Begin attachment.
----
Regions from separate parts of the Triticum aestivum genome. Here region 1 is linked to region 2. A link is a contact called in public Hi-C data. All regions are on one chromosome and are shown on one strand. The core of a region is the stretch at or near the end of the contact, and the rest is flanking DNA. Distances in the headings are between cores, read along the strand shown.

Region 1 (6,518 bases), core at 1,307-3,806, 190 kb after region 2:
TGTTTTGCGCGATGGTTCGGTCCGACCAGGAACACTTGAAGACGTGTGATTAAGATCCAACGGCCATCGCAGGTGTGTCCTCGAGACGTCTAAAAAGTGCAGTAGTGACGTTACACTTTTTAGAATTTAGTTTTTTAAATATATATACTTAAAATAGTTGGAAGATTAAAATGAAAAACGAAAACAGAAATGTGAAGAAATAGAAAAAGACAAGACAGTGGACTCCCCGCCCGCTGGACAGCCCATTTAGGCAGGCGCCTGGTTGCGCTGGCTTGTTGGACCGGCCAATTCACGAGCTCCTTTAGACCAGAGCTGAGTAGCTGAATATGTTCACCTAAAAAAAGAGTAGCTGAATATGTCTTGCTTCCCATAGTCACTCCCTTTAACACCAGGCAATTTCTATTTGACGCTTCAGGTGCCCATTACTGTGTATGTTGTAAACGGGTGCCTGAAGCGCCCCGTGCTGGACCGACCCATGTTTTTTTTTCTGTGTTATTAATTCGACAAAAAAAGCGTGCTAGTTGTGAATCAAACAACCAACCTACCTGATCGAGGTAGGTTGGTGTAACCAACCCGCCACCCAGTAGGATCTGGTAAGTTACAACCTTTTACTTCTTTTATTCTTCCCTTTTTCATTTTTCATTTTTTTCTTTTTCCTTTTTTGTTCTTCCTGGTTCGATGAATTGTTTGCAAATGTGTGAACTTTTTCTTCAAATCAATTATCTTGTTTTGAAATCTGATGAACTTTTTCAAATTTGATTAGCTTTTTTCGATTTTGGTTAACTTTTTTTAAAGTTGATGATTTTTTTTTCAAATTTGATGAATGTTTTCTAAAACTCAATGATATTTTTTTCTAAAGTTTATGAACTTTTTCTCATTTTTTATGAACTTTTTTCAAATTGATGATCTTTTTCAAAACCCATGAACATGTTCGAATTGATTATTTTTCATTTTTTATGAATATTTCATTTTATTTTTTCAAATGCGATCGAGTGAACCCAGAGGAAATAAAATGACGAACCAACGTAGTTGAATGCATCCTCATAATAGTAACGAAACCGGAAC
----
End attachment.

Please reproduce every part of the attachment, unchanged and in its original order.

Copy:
Regions from separate parts of the Triticum aestivum genome. Here region 1 is linked to region 2. A link is a contact called in public Hi-C data. All regions are on one chromosome and are shown on one strand. The core of a region is the stretch at or near the end of the contact, and the rest is flanking DNA. Distances in the headings are between cores, read along the strand shown.

Region 1 (6,518 bases), core at 1,307-3,806, 190 kb after region 2:
TGTTTTGCGCGATGGTTCGGTCCGACCAGGAACACTTGAAGACGTGTGATTAAGATCCAACGGCCATCGCAGGTGTGTCCTCGAGACGTCTAAAAAGTGCAGTAGTGACGTTACACTTTTTAGAATTTAGTTTTTTAAATATATATACTTAAAATAGTTGGAAGATTAAAATGAAAAACGAAAACAGAAATGTGAAGAAATAGAAAAAGACAAGACAGTGGACTCCCCGCCCGCTGGACAGCCCATTTAGGCAGGCGCCTGGTTGCGCTGGCTTGTTGGACCGGCCAATTCACGAGCTCCTTTAGACCAGAGCTGAGTAGCTGAATATGTTCACCTAAAAAAAGAGTAGCTGAATATGTCTTGCTTCCCATAGTCACTCCCTTTAACACCAGGCAATTTCTATTTGACGCTTCAGGTGCCCATTACTGTGTATGTTGTAAACGGGTGCCTGAAGCGCCCCGTGCTGGACCGACCCATGTTTTTTTTTCTGTGTTATTAATTCGACAAAAAAAGCGTGCTAGTTGTGAATCAAACAACCAACCTACCTGATCGAGGTAGGTTGGTGTAACCAACCCGCCACCCAGTAGGATCTGGTAAGTTACAACCTTTTACTTCTTTTATTCTTCCCTTTTTCATTTTTCATTTTTTTCTTTTTCCTTTTTTGTTCTTCCTGGTTCGATGAATTGTTTGCAAATGTGTGAACTTTTTCTTCAAATCAATTATCTTGTTTTGAAATCTGATGAACTTTTTCAAATTTGATTAGCTTTTTTCGATTTTGGTTAACTTTTTTTAAAGTTGATGATTTTTTTTTCAAATTTGATGAATGTTTTCTAAAACTCAATGATATTTTTTTCTAAAGTTTATGAACTTTTTCTCATTTTTTATGAACTTTTTTCAAATTGATGATCTTTTTCAAAACCCATGAACATGTTCGAATTGATTATTTTTCATTTTTTATGAATATTTCATTTTATTTTTTCAAATGCGATCGAGTGAACCCAGAGGAAATAAAATGACGAACCAACGTAGTTGAATGCATCCTCATAATAGTAACGAAACCGGAAC